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Major Twist: Thai Agriculture Ministry Stuns Quality at a Time of Crisis, Unveils Debt-Relief Bonanza for Farmers – Unbelievable Tactics Revealed!

The Department of Agriculture, in an effort to alleviate farmers’ debt, is strategizing to put central funds into use should the forthcoming budgetary year experience any hold-ups. This initiative is part and parcel of the existing government’s strategies, notably the approach put forth by Prime Minister Srettha Thavisin, which seeks to downscale production costs.

Prior to the public announcement, the Deputy Ministers of Agriculture and Cooperatives, Chaiya Phromma, revealed during an interview that the delivery of this urgent debt-relief policy for farmers would predominantly fall under the jurisdiction of the Ministry of Finance. As part of the initiative’s blueprint, the Bank for Agriculture and Agricultural Cooperatives (BAAC) has been tasked with the planning and preparation stages, having held various discussions with Prime Minister Srettha Thavisin, who is also the Finance Minister.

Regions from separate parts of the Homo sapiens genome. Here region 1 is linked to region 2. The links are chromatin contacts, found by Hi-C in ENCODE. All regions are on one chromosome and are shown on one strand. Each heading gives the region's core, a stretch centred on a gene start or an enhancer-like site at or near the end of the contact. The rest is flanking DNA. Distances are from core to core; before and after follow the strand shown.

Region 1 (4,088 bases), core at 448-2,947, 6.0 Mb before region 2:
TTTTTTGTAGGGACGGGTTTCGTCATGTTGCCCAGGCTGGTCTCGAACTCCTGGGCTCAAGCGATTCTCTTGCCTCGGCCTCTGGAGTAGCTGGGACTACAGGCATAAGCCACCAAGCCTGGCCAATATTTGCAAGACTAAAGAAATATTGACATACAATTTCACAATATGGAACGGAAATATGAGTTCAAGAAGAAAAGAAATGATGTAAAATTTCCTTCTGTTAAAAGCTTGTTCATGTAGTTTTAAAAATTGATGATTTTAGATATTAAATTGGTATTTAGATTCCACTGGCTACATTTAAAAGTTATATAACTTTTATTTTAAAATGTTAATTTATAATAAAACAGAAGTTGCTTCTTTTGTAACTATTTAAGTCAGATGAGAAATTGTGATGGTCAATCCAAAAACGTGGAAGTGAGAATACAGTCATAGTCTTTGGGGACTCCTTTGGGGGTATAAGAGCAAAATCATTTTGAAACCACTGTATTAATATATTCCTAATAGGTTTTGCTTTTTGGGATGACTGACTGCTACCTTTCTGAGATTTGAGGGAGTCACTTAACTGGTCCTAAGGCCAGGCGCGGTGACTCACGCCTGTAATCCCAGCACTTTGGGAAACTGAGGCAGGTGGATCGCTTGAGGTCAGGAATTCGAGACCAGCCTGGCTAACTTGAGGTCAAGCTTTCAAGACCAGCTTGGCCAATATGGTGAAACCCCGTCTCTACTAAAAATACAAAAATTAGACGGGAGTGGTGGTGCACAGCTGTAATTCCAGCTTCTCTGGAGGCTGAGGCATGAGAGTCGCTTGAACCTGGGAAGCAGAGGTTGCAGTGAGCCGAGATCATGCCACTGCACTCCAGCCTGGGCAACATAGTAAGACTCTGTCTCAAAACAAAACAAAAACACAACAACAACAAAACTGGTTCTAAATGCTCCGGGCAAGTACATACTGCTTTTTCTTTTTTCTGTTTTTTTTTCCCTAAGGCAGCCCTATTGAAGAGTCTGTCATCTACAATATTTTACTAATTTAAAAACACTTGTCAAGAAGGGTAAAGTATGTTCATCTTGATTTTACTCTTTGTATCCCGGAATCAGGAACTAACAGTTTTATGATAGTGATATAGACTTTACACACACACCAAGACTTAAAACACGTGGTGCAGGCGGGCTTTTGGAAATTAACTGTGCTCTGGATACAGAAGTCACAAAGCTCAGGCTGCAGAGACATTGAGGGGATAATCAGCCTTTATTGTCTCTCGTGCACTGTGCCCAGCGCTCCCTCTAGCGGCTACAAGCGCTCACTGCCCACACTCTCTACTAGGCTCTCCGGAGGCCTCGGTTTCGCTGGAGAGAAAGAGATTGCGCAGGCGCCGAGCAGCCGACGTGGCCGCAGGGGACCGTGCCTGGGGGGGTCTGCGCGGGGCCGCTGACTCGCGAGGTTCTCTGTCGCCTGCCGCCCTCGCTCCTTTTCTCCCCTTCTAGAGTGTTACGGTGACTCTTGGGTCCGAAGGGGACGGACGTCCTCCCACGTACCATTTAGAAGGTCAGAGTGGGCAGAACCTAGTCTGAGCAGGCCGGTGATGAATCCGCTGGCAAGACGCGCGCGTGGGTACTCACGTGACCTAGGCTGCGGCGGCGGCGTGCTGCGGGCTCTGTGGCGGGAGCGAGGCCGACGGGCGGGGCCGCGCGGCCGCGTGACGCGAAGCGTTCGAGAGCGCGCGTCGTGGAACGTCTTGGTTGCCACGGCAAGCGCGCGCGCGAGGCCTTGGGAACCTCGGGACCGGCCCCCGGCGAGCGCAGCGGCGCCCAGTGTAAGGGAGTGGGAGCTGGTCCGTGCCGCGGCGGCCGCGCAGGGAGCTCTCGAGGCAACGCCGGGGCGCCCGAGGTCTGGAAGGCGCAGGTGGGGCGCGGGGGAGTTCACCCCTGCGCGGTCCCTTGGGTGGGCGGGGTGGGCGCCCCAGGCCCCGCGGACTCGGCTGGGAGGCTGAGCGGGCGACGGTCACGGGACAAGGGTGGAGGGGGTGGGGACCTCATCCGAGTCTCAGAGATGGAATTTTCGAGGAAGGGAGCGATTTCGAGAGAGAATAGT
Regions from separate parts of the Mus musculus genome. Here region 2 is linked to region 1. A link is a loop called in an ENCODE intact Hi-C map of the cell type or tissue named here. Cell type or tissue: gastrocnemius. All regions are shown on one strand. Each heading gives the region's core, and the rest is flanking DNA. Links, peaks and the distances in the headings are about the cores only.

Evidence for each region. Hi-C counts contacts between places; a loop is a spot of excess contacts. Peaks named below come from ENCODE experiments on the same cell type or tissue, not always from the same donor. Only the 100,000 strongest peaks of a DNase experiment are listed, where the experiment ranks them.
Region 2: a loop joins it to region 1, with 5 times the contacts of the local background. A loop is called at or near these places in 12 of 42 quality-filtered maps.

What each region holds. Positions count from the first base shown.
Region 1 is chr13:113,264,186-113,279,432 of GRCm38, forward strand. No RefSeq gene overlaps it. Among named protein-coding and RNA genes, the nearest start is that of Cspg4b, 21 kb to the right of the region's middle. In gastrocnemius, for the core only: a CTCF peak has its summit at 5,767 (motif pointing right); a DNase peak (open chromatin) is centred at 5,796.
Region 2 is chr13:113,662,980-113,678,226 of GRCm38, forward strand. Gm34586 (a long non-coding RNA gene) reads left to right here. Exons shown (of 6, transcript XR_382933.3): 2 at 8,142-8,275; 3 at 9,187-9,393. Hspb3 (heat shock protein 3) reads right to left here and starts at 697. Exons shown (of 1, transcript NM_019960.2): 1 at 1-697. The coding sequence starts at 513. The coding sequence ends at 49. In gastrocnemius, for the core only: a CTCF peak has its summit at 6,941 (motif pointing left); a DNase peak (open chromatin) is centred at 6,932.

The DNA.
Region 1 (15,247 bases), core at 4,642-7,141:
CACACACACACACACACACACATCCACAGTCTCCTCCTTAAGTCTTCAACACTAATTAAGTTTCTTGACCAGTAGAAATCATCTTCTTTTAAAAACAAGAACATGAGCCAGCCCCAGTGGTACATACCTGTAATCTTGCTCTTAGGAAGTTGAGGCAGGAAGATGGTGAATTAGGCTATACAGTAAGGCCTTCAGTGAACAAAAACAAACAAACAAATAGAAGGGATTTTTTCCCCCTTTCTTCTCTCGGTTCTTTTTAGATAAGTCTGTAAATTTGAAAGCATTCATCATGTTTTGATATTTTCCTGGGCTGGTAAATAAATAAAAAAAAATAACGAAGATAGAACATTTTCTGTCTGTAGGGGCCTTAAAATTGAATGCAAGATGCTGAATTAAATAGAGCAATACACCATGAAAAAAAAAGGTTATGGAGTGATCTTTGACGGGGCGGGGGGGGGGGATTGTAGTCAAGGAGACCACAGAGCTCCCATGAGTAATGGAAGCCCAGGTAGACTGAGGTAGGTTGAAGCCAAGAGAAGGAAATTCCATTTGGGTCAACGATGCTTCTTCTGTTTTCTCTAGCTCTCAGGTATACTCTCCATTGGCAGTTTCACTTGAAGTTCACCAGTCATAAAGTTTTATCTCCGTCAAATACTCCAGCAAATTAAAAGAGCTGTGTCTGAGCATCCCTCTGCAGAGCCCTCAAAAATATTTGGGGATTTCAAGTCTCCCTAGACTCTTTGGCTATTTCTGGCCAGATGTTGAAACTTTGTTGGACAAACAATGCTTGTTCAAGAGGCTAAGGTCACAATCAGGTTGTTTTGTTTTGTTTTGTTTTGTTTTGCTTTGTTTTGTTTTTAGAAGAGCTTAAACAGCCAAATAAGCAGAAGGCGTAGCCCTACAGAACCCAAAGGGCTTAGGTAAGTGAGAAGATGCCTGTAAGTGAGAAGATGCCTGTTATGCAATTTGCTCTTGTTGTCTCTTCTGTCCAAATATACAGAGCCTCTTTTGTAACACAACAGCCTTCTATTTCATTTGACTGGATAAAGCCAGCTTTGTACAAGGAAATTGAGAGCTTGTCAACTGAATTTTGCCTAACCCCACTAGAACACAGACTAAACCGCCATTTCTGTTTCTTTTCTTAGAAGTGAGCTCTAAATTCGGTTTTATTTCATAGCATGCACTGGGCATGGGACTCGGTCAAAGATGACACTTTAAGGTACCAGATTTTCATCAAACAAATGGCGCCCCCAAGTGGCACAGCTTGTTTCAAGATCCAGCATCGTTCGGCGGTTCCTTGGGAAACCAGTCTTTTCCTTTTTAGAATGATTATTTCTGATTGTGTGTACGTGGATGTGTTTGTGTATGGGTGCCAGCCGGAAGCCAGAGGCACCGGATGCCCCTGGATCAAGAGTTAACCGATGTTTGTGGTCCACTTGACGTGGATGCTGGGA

Beyond the debt-relief policy, the Ministry of Agriculture is dedicated to providing ongoing support to the farming community for a period of three years, ensuring farmers can stand on their own feet again.

In the event of a budgetary shortfall or delay in the new financial year, Chaiya Phromma assured that certain duties within the Ministry of Agriculture can undergo necessary adjustments. With the 2024 Budget Expenditure Draft Act still pending submission to Parliament, Chaiya mentioned potentials within the central budget to aid debt-stricken farmers seeking additional occupations.

When queried about potential alterations to the items listed in the 2024 Budget Draft Act, Chaiya emphasised the need to perform a thorough assessment. Strategies should be realigned according to prevailing government policies and whether said plans are capable of making the necessary adjustments. He reaffirmed that the government’s agenda to cut production costs remains paramount to the successful execution of the farmer’s debt relief plan.

Chaiya’s in-depth elaboration of how the septuagenarian Prime Minister, following his recent encounters with the northeastern populace, gained a deeper understanding of their concerns over the use of potash ore in fertilizer production was also enlightening. Considering the availability of an eco-friendly and safe production method, raising public awareness on this development remains key.

If successful, this aid will limit dependence on imported fertilizers, reduce overall production costs and contribute significantly to debt relief. Furthermore, it is expected that this initiative can commence within the current government’s tenure. However, the goal of scale-down production costs needs consolidated efforts, warranting a discussion with the Department of Commerce.

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